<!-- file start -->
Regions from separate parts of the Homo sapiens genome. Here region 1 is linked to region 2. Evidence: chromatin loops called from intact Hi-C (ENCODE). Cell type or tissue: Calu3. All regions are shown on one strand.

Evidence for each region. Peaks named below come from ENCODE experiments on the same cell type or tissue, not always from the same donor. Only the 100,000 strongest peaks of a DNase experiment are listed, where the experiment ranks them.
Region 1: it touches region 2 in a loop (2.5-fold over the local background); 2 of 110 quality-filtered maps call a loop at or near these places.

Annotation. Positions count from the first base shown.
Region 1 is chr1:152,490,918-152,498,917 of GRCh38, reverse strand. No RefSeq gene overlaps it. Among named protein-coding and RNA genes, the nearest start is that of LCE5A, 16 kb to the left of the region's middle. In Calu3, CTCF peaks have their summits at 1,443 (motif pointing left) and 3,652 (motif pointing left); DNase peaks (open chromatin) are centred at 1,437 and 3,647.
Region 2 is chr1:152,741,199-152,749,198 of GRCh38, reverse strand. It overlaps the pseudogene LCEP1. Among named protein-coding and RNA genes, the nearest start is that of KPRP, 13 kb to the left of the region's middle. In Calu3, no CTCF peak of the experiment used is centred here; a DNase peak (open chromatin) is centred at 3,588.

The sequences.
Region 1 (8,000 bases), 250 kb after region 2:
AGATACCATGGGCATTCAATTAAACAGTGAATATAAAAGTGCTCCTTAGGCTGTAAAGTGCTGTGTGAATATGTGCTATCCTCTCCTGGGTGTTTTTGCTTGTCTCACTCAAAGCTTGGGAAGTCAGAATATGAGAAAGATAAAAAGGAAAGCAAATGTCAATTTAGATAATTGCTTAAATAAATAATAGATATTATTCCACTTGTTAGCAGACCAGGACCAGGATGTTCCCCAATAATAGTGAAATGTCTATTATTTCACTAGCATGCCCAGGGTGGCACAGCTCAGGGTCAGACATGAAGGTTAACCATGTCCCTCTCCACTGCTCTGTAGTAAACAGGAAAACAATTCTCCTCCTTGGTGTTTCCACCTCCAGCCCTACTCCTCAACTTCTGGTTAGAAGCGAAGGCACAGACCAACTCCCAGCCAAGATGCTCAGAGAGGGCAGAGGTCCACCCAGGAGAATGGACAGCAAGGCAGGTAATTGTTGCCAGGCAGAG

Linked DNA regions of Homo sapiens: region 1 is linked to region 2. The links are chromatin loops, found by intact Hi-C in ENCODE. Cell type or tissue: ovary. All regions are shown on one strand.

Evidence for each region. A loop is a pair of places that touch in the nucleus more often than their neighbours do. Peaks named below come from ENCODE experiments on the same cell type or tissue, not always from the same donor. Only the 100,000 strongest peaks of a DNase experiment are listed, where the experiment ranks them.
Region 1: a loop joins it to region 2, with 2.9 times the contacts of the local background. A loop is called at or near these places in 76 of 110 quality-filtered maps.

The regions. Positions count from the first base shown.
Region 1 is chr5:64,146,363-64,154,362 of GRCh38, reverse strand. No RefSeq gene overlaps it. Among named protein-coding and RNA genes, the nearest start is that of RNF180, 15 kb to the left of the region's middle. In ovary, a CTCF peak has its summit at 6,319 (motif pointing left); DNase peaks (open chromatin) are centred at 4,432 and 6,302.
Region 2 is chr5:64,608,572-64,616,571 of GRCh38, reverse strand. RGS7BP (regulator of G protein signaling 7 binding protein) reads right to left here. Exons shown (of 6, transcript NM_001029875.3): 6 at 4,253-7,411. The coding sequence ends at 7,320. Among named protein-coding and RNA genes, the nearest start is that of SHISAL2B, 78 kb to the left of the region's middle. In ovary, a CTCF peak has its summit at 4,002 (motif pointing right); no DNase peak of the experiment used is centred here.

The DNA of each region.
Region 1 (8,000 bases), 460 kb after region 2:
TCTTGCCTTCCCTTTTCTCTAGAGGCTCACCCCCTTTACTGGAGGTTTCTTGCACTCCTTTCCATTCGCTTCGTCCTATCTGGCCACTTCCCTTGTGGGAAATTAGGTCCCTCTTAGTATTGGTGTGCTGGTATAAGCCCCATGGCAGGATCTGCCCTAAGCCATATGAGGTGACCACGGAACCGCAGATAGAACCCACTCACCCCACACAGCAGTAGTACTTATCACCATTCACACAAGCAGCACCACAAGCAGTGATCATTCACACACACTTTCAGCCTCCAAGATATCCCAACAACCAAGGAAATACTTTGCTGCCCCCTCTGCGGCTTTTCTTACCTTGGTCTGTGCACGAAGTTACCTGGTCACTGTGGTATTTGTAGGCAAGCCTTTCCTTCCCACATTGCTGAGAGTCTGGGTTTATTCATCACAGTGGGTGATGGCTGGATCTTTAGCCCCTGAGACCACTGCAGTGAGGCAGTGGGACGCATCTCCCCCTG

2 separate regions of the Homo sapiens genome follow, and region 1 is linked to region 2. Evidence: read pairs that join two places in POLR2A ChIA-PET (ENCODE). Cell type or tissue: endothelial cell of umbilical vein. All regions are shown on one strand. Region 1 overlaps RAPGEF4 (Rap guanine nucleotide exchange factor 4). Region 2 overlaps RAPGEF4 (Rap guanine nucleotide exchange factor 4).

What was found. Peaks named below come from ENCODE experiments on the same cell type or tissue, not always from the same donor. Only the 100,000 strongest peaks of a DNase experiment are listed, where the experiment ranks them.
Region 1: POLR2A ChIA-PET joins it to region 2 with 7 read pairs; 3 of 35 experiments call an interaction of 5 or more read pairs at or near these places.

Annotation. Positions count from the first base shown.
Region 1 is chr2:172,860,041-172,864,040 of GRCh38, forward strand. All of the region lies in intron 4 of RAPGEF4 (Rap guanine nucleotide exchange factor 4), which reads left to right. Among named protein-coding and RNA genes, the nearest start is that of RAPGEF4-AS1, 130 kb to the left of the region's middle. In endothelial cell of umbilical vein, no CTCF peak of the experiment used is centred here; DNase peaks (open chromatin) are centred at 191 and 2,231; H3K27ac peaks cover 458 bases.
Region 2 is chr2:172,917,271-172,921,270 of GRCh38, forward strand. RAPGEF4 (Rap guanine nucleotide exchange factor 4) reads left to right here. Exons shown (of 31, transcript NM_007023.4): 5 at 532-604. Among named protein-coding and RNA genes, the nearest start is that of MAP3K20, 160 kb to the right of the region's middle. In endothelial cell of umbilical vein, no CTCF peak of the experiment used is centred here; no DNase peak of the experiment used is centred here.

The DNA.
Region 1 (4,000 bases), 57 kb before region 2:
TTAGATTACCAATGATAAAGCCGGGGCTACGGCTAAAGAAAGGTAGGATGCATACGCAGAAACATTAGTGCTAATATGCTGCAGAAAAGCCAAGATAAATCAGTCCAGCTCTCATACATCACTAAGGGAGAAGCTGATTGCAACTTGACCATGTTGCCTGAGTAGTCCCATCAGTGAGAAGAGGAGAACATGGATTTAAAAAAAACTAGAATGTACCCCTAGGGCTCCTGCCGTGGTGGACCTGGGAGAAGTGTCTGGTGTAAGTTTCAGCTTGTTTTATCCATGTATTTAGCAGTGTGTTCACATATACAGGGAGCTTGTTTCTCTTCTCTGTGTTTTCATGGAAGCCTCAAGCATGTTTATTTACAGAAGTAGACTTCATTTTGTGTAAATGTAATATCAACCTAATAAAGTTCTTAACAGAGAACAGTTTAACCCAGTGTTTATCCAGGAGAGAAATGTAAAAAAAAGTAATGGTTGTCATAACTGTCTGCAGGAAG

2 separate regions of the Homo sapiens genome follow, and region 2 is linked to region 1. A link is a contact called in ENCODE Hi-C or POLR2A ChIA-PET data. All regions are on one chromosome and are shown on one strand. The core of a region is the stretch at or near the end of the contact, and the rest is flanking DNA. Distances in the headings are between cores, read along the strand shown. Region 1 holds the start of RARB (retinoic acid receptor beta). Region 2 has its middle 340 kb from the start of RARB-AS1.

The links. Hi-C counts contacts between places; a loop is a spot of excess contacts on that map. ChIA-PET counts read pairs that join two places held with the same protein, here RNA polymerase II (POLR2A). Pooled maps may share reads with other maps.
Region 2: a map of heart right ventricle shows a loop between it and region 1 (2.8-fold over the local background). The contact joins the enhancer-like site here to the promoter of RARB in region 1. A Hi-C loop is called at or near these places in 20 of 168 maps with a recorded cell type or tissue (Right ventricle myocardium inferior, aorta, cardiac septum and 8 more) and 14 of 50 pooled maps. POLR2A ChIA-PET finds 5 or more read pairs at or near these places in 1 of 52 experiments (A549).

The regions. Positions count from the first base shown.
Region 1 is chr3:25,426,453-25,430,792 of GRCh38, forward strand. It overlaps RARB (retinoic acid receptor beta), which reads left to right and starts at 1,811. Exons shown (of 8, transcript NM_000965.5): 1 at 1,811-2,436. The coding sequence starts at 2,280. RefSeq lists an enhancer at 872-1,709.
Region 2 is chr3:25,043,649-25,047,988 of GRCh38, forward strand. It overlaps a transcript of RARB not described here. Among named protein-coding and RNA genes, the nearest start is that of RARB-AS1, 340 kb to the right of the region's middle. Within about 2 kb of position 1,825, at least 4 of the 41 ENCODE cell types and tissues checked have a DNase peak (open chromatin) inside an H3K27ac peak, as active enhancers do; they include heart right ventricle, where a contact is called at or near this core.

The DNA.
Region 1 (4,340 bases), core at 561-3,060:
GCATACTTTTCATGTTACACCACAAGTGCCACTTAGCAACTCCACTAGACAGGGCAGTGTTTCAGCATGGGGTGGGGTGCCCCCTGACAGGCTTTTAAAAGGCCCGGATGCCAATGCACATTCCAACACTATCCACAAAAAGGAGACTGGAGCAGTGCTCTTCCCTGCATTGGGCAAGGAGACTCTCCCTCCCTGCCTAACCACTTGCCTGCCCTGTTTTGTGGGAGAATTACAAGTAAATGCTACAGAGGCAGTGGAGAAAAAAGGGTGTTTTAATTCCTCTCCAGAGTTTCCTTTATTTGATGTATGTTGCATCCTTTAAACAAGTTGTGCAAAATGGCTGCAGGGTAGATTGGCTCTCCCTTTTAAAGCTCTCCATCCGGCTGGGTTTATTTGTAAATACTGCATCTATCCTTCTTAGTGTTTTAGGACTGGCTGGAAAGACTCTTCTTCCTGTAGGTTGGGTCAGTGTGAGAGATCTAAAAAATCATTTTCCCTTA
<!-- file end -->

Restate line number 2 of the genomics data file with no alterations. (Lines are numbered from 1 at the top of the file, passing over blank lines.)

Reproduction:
Evidence for each region. Peaks named below come from ENCODE experiments on the same cell type or tissue, not always from the same donor. Only the 100,000 strongest peaks of a DNase experiment are listed, where the experiment ranks them.